Meet Pheona, our art and painting tutor in Emilia Romagna, Italy
Artist and teacher, Pheona, has come from the highlands and lowlands of Scotland and found herself very much at home in the luscious hills of Emilia Romagna, Italy, where she runs her popular painting holidays.
The journey here has had its ups and downs and fair share of hard work but Pheona’s obvious love and passion for all things art, from painting to sculpture to history, and her desire to pass on her skills to others has kept her going. Finally, she is now living here Italian dream.
We caught up with her to find out more about her, her vast art background and personal inspiration…
What did you do before you started running art holidays in Italy?
I have spent my entire adult life teaching art one way or another. I started when I was in art school by teaching art to children to pay my way through my course. Since then, I have taught people with mental health problems, learning difficulties, physical difficulties, and all ages and abilities. Art can have such a healing and therapeutic effect for so many people.
Latterly, I spent 20 years building up an excellent art department at Strathclyde University in Glasgow where I created fast track learning courses at undergraduate degree level. I also worked as a tutor for the Open College of Art also at degree level for decades. Another job I had for many years was Educational Advisor for Scotland for Windsor & Newton. This meant that Windsor & Newton gave me excellent training about the actual materials artists use.
How long have you been running your painting holidays now?
I’ve been running the holidays for 8 years now. I love it. I meet people from all over the world and make friends from all walks of life. I teach art which I love. I get to share my love of this area with them.
I see people arrive tired, unsure, a bit strange, and then after a few days they have a tan, a healthy glow, they have made new friends, are producing good art, and have big smiles. No two days are the same and no two groups are the same and I thrive on this.
I have a job which is not a job – it is a passion.
What brought you to where you are now?
I used to hear my students talking about art holidays they had been on (not always in the most positive way) and thought ‘I could do better than that’. A series of coincidences set my then partner and myself to look at a potential business opportunity to start an art school in Sicily. It turned out to be a bit of a scam but the dream was becoming a reality…
We then started looking elsewhere in Italy and the north of Italy seemed lovely, unspoilt, had good services, airports and so on, so we began looking at properties there.
Tell us how you came about your house and how it became the art retreat it is today.
Well, I always say that destiny brought this house to me. I was actually trying to buy a house in Marche but nothing was happening – then this house (Casa Appennino) came on the market. We were the first to view it, it seemed perfect, and then everything seemed to roll into place.
When we arrived it was a basic house but I had clear ideas about landscaping the garden and changing the décor to make it an art retreat. I had the idea of each self-contained apartment being a homage to an Italian artist; Michelangelo, Caravaggio and Botticelli. I have enjoyed copying the original paintings of these old masters so that guests can live with them, discuss them and get to know them out-with a gallery environment.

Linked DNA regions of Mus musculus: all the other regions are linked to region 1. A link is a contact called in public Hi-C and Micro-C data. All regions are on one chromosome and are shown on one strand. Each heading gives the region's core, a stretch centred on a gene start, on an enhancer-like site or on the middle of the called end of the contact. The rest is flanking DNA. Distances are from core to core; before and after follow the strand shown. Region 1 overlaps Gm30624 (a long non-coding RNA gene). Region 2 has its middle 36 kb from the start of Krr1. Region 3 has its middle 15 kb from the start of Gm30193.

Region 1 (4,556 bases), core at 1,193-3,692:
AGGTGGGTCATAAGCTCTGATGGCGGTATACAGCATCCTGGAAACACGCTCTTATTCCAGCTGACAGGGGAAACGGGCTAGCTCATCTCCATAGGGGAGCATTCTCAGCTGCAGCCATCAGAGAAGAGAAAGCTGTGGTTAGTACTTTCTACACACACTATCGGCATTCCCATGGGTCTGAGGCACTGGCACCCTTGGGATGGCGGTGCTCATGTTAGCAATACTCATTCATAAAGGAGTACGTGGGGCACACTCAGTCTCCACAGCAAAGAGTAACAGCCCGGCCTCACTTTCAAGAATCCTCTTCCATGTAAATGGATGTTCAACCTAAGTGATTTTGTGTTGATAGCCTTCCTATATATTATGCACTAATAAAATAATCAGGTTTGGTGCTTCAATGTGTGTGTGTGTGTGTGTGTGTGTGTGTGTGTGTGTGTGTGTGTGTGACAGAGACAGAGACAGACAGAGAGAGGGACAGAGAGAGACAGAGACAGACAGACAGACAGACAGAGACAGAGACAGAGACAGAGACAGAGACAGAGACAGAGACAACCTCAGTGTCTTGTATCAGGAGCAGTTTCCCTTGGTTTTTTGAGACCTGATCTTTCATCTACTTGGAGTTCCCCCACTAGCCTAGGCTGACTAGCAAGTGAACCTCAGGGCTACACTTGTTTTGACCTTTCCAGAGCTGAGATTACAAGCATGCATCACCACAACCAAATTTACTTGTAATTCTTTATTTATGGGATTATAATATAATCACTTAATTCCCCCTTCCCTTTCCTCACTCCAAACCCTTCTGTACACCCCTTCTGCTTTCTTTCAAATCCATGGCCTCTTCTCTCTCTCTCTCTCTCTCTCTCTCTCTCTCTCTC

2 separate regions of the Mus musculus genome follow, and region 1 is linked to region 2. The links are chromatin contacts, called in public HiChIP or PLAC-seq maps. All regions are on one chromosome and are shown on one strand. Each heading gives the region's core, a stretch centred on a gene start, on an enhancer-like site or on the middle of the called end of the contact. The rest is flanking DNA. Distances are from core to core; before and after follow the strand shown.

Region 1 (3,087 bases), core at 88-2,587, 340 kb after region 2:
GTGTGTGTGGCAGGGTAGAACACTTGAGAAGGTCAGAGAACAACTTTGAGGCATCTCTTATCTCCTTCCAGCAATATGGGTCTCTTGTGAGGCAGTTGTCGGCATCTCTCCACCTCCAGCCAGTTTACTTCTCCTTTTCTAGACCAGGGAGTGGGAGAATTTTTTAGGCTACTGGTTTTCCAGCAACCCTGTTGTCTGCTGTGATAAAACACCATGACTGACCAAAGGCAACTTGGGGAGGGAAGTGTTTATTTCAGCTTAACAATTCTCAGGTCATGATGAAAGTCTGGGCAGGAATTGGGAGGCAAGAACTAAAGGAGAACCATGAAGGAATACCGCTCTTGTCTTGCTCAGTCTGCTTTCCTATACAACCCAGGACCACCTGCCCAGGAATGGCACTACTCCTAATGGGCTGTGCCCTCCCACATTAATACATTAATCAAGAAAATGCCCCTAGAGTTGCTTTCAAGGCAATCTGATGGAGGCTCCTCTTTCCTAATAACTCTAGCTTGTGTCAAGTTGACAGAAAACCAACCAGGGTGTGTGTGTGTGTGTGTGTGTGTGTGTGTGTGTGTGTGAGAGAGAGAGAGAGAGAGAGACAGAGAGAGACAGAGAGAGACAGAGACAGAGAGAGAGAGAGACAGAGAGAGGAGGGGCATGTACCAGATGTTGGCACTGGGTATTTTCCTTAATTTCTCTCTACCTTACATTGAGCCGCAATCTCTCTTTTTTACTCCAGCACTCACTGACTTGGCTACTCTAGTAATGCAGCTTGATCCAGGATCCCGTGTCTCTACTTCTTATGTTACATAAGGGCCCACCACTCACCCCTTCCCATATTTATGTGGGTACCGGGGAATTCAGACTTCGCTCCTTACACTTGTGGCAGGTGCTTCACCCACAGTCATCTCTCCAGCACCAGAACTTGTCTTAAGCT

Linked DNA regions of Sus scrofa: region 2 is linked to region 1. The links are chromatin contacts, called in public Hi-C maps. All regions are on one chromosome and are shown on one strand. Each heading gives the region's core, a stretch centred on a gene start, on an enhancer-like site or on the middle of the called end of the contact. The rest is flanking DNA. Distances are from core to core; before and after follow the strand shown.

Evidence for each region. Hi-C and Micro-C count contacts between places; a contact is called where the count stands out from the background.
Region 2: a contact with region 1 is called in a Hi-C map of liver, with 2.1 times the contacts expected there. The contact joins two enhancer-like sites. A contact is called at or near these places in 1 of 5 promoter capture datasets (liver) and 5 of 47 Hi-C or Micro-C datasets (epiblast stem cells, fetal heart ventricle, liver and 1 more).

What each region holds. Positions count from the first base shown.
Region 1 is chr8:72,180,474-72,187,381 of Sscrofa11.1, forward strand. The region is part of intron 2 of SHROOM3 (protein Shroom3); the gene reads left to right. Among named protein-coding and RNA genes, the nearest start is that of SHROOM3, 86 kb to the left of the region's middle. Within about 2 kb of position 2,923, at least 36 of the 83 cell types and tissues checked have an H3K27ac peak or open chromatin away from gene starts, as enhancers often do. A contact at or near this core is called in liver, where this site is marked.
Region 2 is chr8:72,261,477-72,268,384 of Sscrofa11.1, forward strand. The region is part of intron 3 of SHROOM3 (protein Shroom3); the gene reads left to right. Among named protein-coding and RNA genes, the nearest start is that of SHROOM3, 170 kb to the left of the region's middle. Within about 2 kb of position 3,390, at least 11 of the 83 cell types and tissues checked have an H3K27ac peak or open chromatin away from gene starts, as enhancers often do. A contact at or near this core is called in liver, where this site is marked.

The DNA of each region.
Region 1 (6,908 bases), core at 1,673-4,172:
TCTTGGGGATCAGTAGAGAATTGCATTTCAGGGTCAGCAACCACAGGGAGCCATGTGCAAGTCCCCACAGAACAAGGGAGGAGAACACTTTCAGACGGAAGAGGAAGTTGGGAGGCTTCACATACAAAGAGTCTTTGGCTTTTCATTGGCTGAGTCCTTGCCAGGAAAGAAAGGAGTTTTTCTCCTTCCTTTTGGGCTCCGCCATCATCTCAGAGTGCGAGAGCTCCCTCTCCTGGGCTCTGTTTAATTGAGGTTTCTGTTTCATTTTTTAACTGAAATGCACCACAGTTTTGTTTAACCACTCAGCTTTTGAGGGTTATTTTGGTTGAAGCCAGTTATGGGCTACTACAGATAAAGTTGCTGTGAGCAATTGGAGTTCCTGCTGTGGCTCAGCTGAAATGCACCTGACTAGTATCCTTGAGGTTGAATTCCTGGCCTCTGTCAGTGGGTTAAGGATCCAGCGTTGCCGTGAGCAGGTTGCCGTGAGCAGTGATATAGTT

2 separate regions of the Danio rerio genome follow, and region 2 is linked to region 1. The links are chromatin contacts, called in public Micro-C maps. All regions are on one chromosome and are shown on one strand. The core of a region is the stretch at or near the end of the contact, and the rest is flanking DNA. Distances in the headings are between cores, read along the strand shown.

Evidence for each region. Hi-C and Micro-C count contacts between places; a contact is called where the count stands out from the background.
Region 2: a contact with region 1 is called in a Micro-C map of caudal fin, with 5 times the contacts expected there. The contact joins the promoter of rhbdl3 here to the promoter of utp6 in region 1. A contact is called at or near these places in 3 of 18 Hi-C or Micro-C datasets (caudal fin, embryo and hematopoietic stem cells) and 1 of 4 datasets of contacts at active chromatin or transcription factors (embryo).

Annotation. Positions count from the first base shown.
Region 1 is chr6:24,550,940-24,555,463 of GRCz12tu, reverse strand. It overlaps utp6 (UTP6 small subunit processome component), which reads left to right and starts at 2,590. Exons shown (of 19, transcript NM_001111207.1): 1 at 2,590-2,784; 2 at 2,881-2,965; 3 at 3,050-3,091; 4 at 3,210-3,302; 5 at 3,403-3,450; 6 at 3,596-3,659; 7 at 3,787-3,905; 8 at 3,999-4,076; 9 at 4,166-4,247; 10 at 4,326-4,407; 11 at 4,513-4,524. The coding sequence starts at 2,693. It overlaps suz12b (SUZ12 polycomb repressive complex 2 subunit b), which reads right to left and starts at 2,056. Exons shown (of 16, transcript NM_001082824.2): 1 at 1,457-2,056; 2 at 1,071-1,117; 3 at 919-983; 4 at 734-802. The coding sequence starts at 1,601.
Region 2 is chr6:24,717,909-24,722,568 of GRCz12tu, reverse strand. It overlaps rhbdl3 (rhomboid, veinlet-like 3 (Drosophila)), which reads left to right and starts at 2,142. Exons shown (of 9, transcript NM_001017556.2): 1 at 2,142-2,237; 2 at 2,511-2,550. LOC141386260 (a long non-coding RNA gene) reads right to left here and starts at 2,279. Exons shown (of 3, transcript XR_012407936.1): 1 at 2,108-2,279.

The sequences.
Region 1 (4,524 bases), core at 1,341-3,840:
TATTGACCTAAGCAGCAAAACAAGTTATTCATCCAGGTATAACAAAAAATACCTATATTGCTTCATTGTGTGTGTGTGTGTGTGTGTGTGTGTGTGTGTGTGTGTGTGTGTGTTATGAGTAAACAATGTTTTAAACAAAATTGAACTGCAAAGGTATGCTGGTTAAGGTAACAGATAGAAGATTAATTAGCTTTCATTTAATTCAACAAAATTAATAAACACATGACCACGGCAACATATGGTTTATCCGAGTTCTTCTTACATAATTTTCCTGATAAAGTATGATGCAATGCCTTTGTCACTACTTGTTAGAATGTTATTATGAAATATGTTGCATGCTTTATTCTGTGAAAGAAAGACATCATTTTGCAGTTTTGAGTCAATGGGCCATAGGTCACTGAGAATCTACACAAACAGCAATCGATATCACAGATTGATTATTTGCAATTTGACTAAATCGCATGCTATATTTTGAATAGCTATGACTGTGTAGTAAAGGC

Every year I continue to improve the house and gardens, build in more art work and create better facilities for guests to work. You’ll realise that there was a ‘we’ at the beginning, anyway, 4 years later I have risen like a phoenix and am pretty happy on my own. In fact, there was an old stable/barn on the property and I have spent the last 4 years re-building this. It has been a kind of therapy; I have helped build the walls, put the roof on, done the plastering, tiling, welding, woodwork and so on and have also incorporated art work into the actual building. It is still not quite finished but not far off. I see it as a big sculpture!
What do you specifically enjoy about this part of Italy?
I love this little part of Italy because it is just so beautiful. Even after 8 years I can still come around a corner and say ‘wow’ most days. The landscape constantly changes, the seasons each have their own personalities, the land is beautifully husbanded just as it has been for the last 1000 years I imagine (plus some tractors!).
There is no tourism so it is the ‘real’ Italy. The people are so friendly and welcoming. I feel very much at home here although I am obviously Scottish. Strange but true! Perhaps it is the Celtic connection, this area was inhabited by the Celtic peoples as was Scotland.
Tell us about your personal preffered media and subjects.
Well, I am more of a ‘maker’ than a drawer or painter. I could always draw and paint but I always want to learn something new and be challenged. I specialised in sculpture at art school (which must rank as the most useless degrees ever – but I followed my heart!). I also did a bit of printmaking and sneaked up to the drawing and painting evening classes to do life drawing. Even then I wanted to do everything!
Later, when my children were small I learned watercolour mainly because it was something I could pick up in the evenings. I do love people and so my main subject matter is portraits and figurative work. I use all mediums well and have become expert in oils, acrylics and watercolour. Also, as a teacher I like to learn things which will be useful to my students even if it is not particularly something I would choose to do on my own.
So anything arty, crafty, practical, I can do. Don’t ask me about numbers though. They seem to slip through my brain!
If you would like to see more about Pheona’s ‘Italian dream’, you can read more about her painting holiday here.